Palo Duro Canyon State Park

 

We headed south and west from Kansas, through Oklahoma and into Texas. We saw bill board after bill board advertising a free 72 ounce steak to whomever could eat the whole thing in one sitting. We didn’t give it a try but we did see this Texas sized sign!

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We visited Palo Duro Canyon State Park, which is the second largest canyon, at 129 miles long, in the the country. It’s pretty amazing to drive through miles of flat land and then come upon this big hole in the ground. It’s like it appeared out of nowhere!

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Even though it is much, much smaller than #1 (The Grand Canyon), we loved the color and light of this place. Every hike offered a different view of the red, brown and orange landscape. The energy was big, strong and soothing which served as a perfect antidote for much of the news that we have been reading.

 

 

Down in the canyon, we didn’t get any cell phone service, so we drove up ‘out of the hole’ to keep in touch with family and friends. Most importantly, we needed to hear how Connor was doing on his first week in day care! We think he had fun.

Connor day care

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We also had to keep “leaving the hole” to call our mail service in Livingston, Texas for Larry’s absentee ballot. Ginny, our town clerk back in Brookfield, had to send out a 2nd ballot since the first one did not show up. Some how between our mail forwarding service and the USPS, the ballot was nowhere to be found. To this day Larry has not seen either one. Alas!

Swope Park

Sue and I want to give Swope Park a mention. Swope Park is a fairly good size county park located 5 miles from the entrance to Tallgrass Prairie National Preserve in Cottonwood Falls, Kansas.

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It has 5 RV sites with electricity and water for $15 per day with clean, well maintained showers and bathrooms, multiple fields for baseball, a deluxe Frisbee golf course and a section to honor our veterans.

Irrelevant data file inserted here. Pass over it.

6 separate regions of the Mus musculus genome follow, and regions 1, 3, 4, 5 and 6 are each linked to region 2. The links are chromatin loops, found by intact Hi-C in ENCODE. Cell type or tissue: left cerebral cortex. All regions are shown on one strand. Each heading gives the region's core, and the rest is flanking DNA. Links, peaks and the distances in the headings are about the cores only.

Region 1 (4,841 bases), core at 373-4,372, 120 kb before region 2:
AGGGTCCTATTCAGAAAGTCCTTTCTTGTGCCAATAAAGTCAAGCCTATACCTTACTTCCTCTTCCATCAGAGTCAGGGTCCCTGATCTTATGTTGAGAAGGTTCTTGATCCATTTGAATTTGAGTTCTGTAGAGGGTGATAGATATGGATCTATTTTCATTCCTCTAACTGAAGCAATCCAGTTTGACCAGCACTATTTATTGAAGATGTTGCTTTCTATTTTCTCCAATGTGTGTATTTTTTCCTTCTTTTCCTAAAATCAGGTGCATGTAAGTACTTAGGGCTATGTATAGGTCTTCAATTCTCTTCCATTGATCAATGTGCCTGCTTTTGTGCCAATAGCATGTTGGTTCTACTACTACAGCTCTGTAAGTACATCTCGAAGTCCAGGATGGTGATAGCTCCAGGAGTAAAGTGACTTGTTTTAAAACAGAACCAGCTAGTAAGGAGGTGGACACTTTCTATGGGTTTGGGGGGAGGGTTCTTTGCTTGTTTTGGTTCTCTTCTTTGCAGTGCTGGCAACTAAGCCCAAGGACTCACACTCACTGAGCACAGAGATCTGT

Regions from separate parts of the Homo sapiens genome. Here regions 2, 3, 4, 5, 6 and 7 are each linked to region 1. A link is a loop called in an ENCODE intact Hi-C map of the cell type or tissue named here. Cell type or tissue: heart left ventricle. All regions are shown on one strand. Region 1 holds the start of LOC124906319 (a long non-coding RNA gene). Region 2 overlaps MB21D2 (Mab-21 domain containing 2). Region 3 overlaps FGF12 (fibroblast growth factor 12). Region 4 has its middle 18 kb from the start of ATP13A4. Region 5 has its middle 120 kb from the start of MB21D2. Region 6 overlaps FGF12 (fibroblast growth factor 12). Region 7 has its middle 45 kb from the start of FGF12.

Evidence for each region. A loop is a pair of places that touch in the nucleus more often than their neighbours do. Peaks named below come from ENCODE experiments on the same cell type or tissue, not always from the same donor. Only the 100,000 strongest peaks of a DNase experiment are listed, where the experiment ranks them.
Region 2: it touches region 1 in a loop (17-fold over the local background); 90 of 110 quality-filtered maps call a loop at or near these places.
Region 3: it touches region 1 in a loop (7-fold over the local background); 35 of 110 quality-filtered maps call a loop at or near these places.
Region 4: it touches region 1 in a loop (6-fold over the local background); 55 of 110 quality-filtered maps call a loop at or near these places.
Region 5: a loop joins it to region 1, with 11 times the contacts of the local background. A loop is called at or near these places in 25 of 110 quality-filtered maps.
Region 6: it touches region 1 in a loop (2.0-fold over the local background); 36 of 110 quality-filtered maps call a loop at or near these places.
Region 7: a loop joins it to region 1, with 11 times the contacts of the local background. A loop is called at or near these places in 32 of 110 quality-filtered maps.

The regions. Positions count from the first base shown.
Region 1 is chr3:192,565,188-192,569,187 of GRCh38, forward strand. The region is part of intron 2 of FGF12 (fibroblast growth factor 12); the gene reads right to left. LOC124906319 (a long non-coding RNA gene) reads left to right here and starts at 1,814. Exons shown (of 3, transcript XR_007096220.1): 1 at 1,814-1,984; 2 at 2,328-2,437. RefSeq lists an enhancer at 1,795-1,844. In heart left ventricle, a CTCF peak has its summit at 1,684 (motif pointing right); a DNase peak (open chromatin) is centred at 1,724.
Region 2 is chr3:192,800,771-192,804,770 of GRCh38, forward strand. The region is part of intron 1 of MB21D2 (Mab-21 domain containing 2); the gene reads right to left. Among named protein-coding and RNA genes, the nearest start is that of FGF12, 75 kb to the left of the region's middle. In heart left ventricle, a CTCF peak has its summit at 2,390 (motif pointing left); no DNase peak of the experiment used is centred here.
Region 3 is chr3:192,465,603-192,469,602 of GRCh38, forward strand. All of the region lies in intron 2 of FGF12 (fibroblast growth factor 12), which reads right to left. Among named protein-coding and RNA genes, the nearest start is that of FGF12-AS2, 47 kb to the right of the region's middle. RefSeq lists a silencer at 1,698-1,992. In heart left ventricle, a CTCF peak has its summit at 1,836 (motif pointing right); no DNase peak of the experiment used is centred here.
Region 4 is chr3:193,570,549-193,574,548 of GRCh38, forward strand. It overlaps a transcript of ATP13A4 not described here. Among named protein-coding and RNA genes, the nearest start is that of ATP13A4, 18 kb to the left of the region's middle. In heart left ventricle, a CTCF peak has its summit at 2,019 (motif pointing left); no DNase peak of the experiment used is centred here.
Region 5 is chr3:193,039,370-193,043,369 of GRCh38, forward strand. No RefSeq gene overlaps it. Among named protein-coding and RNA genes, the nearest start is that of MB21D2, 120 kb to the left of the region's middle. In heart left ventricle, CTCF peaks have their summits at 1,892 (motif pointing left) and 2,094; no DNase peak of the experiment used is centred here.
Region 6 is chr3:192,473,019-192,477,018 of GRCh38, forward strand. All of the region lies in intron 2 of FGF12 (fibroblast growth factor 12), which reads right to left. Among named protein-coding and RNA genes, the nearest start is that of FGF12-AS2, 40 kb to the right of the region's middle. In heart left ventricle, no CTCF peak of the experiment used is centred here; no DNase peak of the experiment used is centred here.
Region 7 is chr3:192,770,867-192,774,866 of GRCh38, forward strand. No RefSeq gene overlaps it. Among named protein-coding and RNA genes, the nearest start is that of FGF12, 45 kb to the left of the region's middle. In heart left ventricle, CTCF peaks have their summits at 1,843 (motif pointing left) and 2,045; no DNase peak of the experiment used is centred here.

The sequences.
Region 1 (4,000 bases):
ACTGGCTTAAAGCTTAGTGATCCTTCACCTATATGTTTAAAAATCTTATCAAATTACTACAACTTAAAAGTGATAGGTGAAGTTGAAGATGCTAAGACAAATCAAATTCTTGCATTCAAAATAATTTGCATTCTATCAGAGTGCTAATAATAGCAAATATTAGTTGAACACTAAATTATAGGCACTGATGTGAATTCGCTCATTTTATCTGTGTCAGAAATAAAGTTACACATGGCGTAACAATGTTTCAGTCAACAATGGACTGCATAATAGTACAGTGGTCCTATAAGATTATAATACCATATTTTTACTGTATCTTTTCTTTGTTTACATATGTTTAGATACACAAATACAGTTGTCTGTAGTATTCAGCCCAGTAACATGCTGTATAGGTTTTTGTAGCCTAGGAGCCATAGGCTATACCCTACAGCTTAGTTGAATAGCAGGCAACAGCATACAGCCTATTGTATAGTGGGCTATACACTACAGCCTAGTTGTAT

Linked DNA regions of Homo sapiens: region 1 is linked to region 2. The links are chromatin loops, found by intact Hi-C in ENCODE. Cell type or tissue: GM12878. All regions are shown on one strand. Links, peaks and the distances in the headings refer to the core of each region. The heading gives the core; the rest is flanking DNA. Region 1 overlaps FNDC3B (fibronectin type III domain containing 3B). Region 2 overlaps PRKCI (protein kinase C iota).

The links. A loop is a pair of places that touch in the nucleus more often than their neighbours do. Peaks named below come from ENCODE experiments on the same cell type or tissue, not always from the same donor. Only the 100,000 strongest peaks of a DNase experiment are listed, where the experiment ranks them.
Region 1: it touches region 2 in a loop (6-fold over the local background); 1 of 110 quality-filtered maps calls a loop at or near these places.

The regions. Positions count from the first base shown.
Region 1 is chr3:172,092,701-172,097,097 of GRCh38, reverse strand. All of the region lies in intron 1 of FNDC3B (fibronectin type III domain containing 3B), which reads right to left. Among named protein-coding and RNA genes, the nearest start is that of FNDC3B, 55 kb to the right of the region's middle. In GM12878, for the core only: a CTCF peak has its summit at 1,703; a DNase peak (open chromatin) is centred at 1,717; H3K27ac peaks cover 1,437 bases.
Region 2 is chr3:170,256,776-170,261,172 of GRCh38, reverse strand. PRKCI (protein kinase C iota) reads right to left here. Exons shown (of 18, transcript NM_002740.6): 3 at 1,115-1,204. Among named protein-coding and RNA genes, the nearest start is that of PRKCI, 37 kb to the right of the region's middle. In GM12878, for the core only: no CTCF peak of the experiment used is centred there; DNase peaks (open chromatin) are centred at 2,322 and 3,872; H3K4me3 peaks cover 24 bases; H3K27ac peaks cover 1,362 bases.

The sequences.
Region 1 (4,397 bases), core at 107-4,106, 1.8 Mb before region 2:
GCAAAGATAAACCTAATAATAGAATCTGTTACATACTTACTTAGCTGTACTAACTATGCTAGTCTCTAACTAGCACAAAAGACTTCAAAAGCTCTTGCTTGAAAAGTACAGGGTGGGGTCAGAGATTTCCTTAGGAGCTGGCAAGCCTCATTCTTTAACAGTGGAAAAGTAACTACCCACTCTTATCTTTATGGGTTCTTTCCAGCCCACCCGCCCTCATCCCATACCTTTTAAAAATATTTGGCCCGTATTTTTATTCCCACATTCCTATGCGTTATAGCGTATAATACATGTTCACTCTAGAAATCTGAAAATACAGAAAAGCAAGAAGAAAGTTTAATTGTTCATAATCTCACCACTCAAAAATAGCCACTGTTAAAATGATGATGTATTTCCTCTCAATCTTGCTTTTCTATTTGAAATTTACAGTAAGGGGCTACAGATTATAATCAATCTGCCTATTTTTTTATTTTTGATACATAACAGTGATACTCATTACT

We have been amazed at the size of the county parks in the midwest and by the amount of community involvement that surrounds them. Everyday there were people in the park. After school, kids were screaming and playing in the playground. In the mornings, Grammys pushed toddlers in strollers. Every evening at dusk, a dad caught softballs pitched by his teenaged daughter. People of various sexual orientation and national origins walked the frisbee golf course. We could hear the occasional ‘ka-chang’ as the frisbee hit the chains.

County employees were in and out often and local law enforcement made regular passes through so we felt very safe. Everybody we encountered was friendly and helpful. We met a retired ranger from Tallgrass Prairie who was working at the park when the buffalo arrived in 2009.  He was very interesting to talk to. He told us how difficult it was to get the buffalo herd started and where the best hikes were at the preserve.

We used Swope Park as are home base as we explored Tallgrass Prairie National Preserve.

Don’t worry Dick and Winnie, I did not let Susan get any closer to those beasts. 🙂

We also explored the surrounding area. Council Grove, Kansas is home to the Custer Elm which was interesting to me at least. I at first thought “how do they know this” but the retired ranger told me it was true.

Our time at Swope Park was lots of fun and we would definitely come back.

 

Tallgrass Prairie National Preserve

SignI told Larry, when we were in Iowa City, that I wanted to go the Tallgrass Prairie. I don’t know why. It just called to my imagination. Boy oh boy, did we like this place! Tallgrass Prairie is a gem in our book. This preserve was established in 1996 as a result of much collaboration and compromise between local ranchers and the Forest Service, according to our Ranger and Wikipedia.

“Legislation introduced in 1991 called for the creation of the Preserve, but local interests objected to the condition that the National Park Service would own it all. From 1991-1994, U.S. Senator Nancy Kassebaum-Baker convened a group of stakeholders, many with opposing views, to seek agreement on the formula for a tallgrass prairie park. The group began work in January 1992, and a different model for a national park emerged; it would be a public/private partnership, managed by the National Park Service, but the land privately owned.” – Wikipedia

It was wonderful to think that people with such opposing views and interests could come together and create such a gift.

Tall grassSo, the Tallgrass Prairie Preserve is what remains of the original tallgrass prairie, of which less than 4% remains today. The other 96% got tilled into farm lands and now feeds our country. This little parcel of land is intact today thanks to our friend, limestone! This area was saved from the plow due to the large deposits of limestone and flint which made it too difficult to plow. The prairie is in a section of Kansas called Flint Country.

The preserve has miles of walking trails and we enjoyed hiking on terrain that was very different from our home in New England. We had a lot of fun spying the magnificent Bison. We made sure to stay the recommended 100 yards away from them. They are the largest land mammal in North America. I did not know that!

WarningBuffalo musclesField of BuffaloWe highly recommend that you add this Preserve to your bucket list. We greatly enjoyed our stay in Cottonwood Falls, but that, my friends, is another post!

Till next time, stay curious!